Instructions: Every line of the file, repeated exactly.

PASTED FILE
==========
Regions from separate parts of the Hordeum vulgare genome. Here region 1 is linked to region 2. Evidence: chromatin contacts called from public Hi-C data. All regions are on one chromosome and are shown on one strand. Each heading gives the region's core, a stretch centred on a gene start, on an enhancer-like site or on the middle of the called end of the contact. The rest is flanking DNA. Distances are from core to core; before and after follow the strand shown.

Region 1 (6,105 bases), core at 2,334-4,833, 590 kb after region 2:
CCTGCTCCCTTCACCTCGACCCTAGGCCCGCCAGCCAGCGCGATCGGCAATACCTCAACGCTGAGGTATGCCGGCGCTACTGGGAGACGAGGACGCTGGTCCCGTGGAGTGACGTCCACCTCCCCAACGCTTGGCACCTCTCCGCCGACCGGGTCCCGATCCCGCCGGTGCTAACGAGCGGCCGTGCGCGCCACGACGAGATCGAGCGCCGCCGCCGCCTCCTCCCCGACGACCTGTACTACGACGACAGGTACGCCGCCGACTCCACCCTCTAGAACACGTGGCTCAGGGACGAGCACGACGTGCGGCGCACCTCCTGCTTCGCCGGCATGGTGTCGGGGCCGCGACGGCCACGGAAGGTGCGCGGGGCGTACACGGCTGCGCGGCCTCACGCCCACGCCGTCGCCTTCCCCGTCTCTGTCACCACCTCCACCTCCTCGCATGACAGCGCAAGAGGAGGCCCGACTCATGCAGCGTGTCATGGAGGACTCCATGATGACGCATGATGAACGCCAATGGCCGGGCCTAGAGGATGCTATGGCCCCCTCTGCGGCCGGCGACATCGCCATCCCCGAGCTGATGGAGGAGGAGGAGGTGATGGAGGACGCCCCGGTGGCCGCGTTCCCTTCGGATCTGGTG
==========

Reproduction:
Regions from separate parts of the Hordeum vulgare genome. Here region 1 is linked to region 2. Evidence: chromatin contacts called from public Hi-C data. All regions are on one chromosome and are shown on one strand. Each heading gives the region's core, a stretch centred on a gene start, on an enhancer-like site or on the middle of the called end of the contact. The rest is flanking DNA. Distances are from core to core; before and after follow the strand shown.

Region 1 (6,105 bases), core at 2,334-4,833, 590 kb after region 2:
CCTGCTCCCTTCACCTCGACCCTAGGCCCGCCAGCCAGCGCGATCGGCAATACCTCAACGCTGAGGTATGCCGGCGCTACTGGGAGACGAGGACGCTGGTCCCGTGGAGTGACGTCCACCTCCCCAACGCTTGGCACCTCTCCGCCGACCGGGTCCCGATCCCGCCGGTGCTAACGAGCGGCCGTGCGCGCCACGACGAGATCGAGCGCCGCCGCCGCCTCCTCCCCGACGACCTGTACTACGACGACAGGTACGCCGCCGACTCCACCCTCTAGAACACGTGGCTCAGGGACGAGCACGACGTGCGGCGCACCTCCTGCTTCGCCGGCATGGTGTCGGGGCCGCGACGGCCACGGAAGGTGCGCGGGGCGTACACGGCTGCGCGGCCTCACGCCCACGCCGTCGCCTTCCCCGTCTCTGTCACCACCTCCACCTCCTCGCATGACAGCGCAAGAGGAGGCCCGACTCATGCAGCGTGTCATGGAGGACTCCATGATGACGCATGATGAACGCCAATGGCCGGGCCTAGAGGATGCTATGGCCCCCTCTGCGGCCGGCGACATCGCCATCCCCGAGCTGATGGAGGAGGAGGAGGTGATGGAGGACGCCCCGGTGGCCGCGTTCCCTTCGGATCTGGTG